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I mean, first of all, clearly the chickens that make these eggs are VERY special. They’re cage free, and they live in “sunlit barns and porches.” They not only roam relatively freely; they roam under the cover of natural light, my friends. And next, just look at the nutritional stuff: selenium (no idea what that is), lutein and zea (no idea), not to mention the beloved choline (no idea). Furthermore, each egg has more than double the amount of Omega-3 that’s in the eggs we eat, and it’s actually Omega-3S, a fatty acid improvement that I’m guessing is the handiwork of an intrepid team of designers at Apple.

(By the way, today’s egg experiences have reminded me of this Portlandia video; it cracks me up every single time I watch.)

So I don’t know what’s next. Maybe I’ll switch to organic eggs. Maybe I’ll start buying The Country Hen. Maybe I’ll try to find a local source for eggs (I just watched all six minutes of this video, by the way, and I think what bothers me the most is how utterly fascinated I am by the comparison). Or, who knows? Maybe I’ll go buy some chickens of my own and build them beautiful (SUNLIT!) barns and porches.

The possibilities are endless.

It’s a very eggsciting time.

(I’m so sorry.)

(I couldn’t resist.)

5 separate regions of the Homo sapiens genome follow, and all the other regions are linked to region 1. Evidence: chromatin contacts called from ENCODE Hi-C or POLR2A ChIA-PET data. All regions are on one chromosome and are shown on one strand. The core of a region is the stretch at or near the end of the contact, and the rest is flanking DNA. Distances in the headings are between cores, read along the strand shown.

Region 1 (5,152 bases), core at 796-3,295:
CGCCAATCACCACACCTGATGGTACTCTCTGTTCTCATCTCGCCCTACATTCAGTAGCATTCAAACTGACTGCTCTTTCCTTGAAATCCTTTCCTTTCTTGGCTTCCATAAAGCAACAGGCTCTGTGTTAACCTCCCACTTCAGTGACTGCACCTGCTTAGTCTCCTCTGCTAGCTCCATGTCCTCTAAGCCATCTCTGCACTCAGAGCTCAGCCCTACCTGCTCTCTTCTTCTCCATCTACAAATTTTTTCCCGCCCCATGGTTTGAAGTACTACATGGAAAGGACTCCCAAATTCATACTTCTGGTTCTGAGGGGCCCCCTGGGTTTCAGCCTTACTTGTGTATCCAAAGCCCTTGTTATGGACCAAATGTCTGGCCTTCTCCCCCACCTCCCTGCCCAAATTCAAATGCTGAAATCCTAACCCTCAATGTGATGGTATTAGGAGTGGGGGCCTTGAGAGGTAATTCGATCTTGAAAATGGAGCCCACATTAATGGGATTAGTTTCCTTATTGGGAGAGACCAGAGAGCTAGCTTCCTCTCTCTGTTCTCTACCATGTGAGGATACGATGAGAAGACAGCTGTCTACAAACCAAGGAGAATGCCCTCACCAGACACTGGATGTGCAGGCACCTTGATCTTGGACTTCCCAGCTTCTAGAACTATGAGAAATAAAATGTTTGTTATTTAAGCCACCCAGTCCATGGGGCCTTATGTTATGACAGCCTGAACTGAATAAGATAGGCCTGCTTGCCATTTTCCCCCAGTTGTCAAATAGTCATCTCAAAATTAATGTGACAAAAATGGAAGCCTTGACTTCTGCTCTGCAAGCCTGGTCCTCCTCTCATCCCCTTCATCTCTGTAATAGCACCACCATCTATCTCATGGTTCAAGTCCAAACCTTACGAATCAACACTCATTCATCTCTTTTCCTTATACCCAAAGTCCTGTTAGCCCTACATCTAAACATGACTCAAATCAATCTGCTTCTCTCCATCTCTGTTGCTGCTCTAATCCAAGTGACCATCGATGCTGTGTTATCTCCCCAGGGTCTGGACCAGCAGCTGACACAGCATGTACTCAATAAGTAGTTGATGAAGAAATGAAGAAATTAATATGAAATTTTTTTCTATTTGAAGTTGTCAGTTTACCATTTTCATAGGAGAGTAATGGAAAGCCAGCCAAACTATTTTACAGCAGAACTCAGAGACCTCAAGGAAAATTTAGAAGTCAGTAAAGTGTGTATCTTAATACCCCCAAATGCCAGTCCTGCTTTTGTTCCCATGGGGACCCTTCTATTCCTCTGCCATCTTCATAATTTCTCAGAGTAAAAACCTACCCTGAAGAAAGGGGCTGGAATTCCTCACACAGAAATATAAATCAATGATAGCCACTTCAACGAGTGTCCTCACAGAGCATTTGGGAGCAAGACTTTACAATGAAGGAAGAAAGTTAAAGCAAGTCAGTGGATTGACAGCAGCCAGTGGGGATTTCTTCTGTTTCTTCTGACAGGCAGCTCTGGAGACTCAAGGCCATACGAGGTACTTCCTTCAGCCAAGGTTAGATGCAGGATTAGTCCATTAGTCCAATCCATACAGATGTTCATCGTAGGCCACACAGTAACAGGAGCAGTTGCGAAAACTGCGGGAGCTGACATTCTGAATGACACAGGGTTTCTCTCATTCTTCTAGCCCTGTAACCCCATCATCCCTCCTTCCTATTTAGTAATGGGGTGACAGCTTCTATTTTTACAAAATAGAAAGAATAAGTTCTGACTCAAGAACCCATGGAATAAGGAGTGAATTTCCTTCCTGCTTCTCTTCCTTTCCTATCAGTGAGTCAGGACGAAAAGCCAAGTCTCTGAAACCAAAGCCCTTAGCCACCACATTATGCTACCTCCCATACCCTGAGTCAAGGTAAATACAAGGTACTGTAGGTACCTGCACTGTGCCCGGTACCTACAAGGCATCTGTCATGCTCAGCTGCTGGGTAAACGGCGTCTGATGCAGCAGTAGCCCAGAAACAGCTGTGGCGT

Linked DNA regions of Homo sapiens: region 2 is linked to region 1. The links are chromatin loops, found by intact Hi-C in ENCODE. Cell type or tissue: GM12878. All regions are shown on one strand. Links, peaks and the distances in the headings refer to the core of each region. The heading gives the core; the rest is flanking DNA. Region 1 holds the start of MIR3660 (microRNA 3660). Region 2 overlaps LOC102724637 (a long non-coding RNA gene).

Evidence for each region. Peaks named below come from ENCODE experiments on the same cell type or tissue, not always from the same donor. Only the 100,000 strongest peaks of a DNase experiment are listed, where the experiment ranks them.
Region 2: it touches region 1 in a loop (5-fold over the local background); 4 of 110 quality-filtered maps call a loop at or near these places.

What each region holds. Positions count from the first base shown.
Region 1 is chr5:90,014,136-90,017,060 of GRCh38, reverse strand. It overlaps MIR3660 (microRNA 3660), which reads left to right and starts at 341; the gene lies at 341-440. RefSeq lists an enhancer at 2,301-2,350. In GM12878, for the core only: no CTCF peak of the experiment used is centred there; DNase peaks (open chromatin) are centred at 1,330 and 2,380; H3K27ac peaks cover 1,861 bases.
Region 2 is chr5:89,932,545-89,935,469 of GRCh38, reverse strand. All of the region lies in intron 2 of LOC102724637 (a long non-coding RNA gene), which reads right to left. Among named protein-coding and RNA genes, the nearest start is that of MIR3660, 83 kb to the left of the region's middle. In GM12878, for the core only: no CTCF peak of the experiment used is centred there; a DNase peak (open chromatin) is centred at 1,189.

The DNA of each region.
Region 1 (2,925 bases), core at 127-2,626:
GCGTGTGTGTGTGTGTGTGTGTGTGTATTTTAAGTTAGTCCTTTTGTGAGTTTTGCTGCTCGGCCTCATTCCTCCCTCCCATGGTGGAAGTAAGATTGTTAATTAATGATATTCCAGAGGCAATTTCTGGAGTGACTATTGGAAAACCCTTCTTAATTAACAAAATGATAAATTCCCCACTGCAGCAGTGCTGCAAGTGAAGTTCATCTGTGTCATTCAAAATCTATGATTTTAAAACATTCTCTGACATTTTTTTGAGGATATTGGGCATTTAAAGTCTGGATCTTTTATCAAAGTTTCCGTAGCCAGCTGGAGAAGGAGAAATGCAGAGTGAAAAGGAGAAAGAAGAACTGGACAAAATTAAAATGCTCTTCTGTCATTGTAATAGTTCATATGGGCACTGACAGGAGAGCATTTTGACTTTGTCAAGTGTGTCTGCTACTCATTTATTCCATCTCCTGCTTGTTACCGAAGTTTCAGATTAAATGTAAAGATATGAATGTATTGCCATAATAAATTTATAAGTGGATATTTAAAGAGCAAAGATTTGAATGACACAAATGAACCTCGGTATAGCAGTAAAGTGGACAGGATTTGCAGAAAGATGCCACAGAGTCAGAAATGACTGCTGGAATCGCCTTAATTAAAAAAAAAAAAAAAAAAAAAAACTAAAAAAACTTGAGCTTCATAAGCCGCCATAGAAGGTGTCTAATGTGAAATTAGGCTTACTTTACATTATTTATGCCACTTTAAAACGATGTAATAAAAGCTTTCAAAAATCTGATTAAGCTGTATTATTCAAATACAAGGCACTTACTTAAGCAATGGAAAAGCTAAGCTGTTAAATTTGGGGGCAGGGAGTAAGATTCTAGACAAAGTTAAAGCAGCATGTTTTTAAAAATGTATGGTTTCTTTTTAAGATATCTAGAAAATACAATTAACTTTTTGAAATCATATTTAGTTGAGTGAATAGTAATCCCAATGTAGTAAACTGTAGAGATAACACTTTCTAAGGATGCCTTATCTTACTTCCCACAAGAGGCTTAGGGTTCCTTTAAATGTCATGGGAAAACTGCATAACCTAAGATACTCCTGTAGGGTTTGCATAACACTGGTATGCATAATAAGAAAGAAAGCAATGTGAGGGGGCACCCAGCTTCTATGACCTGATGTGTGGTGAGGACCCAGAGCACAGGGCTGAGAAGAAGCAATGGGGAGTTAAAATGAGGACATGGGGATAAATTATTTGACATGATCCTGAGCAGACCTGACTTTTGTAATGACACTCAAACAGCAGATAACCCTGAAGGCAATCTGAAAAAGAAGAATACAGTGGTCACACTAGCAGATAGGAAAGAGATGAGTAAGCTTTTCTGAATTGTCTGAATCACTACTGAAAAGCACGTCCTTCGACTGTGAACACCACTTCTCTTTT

(It was just too easy.)

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  1. Heh. Over the weekend I went to a restaurant for lunch and ordered the HUMANE Angus Cheeseburger. I couldn’t help wondering – was the cow happier in the end? I mean, it seems backwards. Because if he’d had a horrible life, at the end, he might be all, “Kill me now! Make me a cheeseburger!” But after his wonderful humane one, um, maybe he felt differently? I don’t know. But…well…I ate that burger. (Despite not knowing if the cow was happy…or local…)

  2. Kathleen George says:

    I buy my eggs on sale. You know, 99 cents a dozen. I wonder how much was the cost of the packaging and advertising for the price of the eggs. Cute carton.

  3. Love the video! So hilarious. I too suffer from this egg paralysis. They all look pretty much the same. I admit I often go for the cage free if there’s a dozen there that are not 5 times as expensive as the regular ones.

  4. oh my word. I love you :-) also, we eat our eggs from the chickens in the backyard. Weird.

  5. So funny, and true! My husband just asked me on Saturday if I would consider buying Eggland’s Best Eggs instead of the store brand. Apparently the store brand just doesn’t have any flavor anymore. True story. :) So, can you tell a taste difference?

    • Marie M.C. says: